Ladybugs are extremely active insects and need a lot of energy every day to stay healthy and well-fed. Feeding on a source of nectar can give ladybugs the energy they need to forage, fly and lay hundreds of eggs.
Nectar-producing plants attract ladybugs. That’s because the ladybugs can help with cross-pollination. The plant feeds the ladybug and in return, the ladybug helps the plant to reproduce.
Ladybugs can find nectar from a few surprising plant sources.
One of the best sources of nectar for ladybugs is herb plants with nectar-producing flowers. That’s because the flowers on herb plants are often flat-topped. These flowers are shaped like tiny bouquets made up of lots of flower heads on the stems.
Each of these flower heads produces sweet nectar which the ladybugs can eat. As the flowers are so small it makes it much easier for the ladybugs to easily access the nectar.
Popular herbs that ladybugs like to feed on are:
There are a lot of companion plants found beside herbs. These are often sweet-scented plants with nectar-producing flowers that attract ladybugs.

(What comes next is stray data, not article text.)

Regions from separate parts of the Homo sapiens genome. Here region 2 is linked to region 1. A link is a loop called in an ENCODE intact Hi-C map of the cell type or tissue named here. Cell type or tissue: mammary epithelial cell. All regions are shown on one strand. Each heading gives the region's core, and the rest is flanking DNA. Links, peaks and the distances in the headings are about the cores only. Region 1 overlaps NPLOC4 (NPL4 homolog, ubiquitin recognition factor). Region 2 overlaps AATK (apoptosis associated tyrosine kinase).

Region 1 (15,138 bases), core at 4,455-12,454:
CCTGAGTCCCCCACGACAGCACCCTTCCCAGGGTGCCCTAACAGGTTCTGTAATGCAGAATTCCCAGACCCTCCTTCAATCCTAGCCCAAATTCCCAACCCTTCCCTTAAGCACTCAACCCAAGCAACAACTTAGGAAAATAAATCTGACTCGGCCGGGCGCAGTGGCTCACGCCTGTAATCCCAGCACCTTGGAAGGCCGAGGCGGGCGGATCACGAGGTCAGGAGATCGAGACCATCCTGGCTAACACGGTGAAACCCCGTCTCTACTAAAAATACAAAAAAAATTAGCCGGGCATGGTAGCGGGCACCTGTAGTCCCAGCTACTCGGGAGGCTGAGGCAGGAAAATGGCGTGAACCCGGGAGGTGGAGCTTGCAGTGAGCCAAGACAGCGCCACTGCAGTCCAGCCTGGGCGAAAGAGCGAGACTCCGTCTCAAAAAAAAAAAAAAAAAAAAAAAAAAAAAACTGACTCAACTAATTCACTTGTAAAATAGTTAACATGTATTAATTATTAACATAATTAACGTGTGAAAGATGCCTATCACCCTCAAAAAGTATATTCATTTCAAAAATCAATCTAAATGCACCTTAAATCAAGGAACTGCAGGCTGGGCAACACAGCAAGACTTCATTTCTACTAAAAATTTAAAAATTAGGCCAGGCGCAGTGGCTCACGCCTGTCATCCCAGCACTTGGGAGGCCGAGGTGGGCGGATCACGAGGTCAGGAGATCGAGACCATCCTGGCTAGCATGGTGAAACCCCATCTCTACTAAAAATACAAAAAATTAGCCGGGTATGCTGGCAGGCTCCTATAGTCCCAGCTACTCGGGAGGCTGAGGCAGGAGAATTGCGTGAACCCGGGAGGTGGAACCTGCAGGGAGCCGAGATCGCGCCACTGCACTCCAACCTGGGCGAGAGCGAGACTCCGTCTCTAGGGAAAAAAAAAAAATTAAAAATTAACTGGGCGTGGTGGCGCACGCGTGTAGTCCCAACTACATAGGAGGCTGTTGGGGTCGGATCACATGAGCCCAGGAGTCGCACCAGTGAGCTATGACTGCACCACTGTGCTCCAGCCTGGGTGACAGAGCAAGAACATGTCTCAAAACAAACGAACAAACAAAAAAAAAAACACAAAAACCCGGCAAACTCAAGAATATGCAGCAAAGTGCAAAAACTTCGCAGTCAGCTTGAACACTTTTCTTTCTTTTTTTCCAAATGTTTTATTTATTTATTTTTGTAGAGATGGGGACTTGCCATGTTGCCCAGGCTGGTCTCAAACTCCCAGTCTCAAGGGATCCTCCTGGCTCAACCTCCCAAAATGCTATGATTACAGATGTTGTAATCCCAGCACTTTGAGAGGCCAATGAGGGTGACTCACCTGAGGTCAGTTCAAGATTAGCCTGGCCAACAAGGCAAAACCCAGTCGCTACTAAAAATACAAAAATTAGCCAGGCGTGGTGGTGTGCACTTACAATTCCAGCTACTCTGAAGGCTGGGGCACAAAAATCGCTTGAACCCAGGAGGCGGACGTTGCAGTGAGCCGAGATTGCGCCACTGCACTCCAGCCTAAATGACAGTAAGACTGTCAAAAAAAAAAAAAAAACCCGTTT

The ladybugs will find these are both a good source of insects and nectar for their diet.
Common companion plants that ladybug eat are calendula, marigold, and sweet alyssum.
They also like composite flowers such as daisies, cosmos, tansy, and dandelions. That’s because these flower heads are made up of lots and lots of tiny flower heads combined into one. Each of these tiny flower heads produces nectar for the ladybugs to feed on.
Vegetable plants are another great source of nectar for ladybugs. We mostly think of vegetables as the part of the plant we eat and forget that vegetable plants often produce flower blossoms.
The ladybugs will use these blossoms as a good source of nectar in their diet.
Common vegetables that ladybugs are attracted to are:
- Bok Choy
Ladybugs like to eat fruit as part of their diet. You may have noticed they have a bit of a sweet tooth and are attracted to foods high in sugar, so fruit is perfect for them.
They particularly like very sweet fruits which are soft, watery and have low acidity. This makes the fruit easy for the ladybugs to access the soft flesh and fruit juices inside.
Common Fruits that ladybugs like are:
Some harder fruit can be eaten by ladybugs if they are overripe and naturally become softer to eat. Ladybugs don’t like citrus fruits as they are too acidic for them.
Another good source of food for the ladybugs is the nectar that can be found in the fruit blossom. This is usually only available for short periods of the year.
A few species of ladybugs like to feed on fungi sources such as mushrooms and mildew. In fact, there is a subspecies of ladybug known as the fungus-eating ladybug.